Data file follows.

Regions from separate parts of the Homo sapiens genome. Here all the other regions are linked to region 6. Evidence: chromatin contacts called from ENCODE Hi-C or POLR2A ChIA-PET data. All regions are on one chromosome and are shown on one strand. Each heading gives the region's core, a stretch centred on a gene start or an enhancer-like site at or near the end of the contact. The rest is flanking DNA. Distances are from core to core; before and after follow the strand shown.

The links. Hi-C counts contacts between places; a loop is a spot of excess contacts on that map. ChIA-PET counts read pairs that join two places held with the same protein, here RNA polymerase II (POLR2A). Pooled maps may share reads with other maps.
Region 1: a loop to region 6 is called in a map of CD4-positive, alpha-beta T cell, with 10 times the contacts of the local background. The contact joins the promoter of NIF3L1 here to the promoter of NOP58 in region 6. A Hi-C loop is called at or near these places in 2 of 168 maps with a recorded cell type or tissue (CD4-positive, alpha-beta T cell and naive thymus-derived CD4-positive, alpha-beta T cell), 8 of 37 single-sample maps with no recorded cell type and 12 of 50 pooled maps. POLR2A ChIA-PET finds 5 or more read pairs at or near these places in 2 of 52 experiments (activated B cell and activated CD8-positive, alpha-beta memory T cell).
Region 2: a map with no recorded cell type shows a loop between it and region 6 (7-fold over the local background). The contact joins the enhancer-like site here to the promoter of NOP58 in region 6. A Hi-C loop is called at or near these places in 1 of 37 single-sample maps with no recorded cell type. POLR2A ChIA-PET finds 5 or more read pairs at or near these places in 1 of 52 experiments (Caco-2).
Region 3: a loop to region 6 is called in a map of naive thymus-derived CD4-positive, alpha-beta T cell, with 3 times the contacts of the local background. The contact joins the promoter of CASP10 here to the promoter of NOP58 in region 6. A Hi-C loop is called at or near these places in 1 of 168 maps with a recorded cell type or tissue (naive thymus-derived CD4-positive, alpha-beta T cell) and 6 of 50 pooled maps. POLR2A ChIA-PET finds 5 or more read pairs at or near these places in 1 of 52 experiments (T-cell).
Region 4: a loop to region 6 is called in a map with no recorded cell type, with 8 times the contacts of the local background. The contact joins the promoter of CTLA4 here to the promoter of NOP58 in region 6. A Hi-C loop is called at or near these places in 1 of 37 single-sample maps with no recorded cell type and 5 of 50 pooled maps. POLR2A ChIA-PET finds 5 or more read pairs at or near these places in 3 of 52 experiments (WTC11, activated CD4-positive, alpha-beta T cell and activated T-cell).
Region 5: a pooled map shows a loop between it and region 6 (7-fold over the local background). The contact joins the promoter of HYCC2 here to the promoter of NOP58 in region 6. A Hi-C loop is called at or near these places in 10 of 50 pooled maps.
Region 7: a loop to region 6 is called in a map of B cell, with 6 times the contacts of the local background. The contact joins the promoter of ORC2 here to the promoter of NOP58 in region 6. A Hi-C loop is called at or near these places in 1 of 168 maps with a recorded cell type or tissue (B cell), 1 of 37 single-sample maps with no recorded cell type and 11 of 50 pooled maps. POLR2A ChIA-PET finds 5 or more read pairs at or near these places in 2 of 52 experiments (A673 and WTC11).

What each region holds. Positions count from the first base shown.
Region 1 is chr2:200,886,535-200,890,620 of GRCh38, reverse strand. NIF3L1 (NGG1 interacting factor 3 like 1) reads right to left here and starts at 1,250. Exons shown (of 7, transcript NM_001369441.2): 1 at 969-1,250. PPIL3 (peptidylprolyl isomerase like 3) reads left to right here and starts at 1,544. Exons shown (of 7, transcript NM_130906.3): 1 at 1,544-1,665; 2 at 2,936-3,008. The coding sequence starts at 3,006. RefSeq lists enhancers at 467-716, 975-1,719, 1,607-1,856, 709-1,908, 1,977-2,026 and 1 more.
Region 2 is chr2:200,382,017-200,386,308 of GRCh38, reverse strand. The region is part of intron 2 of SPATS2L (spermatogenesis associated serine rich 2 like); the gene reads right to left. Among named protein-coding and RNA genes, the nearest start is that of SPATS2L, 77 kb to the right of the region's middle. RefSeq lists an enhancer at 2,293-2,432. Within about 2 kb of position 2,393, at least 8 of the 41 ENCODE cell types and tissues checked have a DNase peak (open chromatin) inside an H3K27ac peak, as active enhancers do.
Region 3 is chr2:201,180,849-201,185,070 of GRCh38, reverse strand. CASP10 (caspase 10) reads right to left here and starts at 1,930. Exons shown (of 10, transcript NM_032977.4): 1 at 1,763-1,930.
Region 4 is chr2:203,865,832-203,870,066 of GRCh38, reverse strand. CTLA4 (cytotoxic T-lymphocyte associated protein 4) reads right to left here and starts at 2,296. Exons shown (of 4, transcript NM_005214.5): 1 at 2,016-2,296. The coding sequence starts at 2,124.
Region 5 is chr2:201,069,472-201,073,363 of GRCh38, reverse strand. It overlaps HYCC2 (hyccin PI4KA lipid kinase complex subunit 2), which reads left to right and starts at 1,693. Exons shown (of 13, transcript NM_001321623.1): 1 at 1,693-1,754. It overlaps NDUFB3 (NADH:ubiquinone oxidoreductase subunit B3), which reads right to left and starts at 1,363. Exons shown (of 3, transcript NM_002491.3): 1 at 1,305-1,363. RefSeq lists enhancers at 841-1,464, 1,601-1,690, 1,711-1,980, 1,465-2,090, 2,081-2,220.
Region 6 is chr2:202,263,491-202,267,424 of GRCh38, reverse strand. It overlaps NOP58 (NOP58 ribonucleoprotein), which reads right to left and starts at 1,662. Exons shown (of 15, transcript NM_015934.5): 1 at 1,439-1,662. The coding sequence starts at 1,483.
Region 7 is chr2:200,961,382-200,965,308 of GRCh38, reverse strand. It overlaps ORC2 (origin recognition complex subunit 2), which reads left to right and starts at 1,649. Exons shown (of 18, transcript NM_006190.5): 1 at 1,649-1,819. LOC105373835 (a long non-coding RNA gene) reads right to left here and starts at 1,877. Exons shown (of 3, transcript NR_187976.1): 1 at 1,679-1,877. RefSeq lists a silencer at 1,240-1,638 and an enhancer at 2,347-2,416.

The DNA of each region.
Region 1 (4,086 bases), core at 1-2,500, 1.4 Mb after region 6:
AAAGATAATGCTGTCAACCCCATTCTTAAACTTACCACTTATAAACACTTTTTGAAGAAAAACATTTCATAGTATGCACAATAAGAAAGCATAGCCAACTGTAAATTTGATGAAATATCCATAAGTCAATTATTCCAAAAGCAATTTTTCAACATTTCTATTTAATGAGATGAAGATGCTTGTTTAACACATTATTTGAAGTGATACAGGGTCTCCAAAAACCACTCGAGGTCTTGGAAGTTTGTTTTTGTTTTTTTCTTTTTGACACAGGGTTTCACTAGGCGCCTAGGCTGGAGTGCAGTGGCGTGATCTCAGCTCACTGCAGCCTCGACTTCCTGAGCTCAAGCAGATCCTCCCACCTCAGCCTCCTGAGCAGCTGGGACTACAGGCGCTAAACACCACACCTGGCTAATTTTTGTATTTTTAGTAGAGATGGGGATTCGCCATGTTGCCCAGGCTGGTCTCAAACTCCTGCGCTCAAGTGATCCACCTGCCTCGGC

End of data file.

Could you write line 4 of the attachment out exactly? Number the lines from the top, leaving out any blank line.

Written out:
Region 2: a map with no recorded cell type shows a loop between it and region 6 (7-fold over the local background). The contact joins the enhancer-like site here to the promoter of NOP58 in region 6. A Hi-C loop is called at or near these places in 1 of 37 single-sample maps with no recorded cell type. POLR2A ChIA-PET finds 5 or more read pairs at or near these places in 1 of 52 experiments (Caco-2).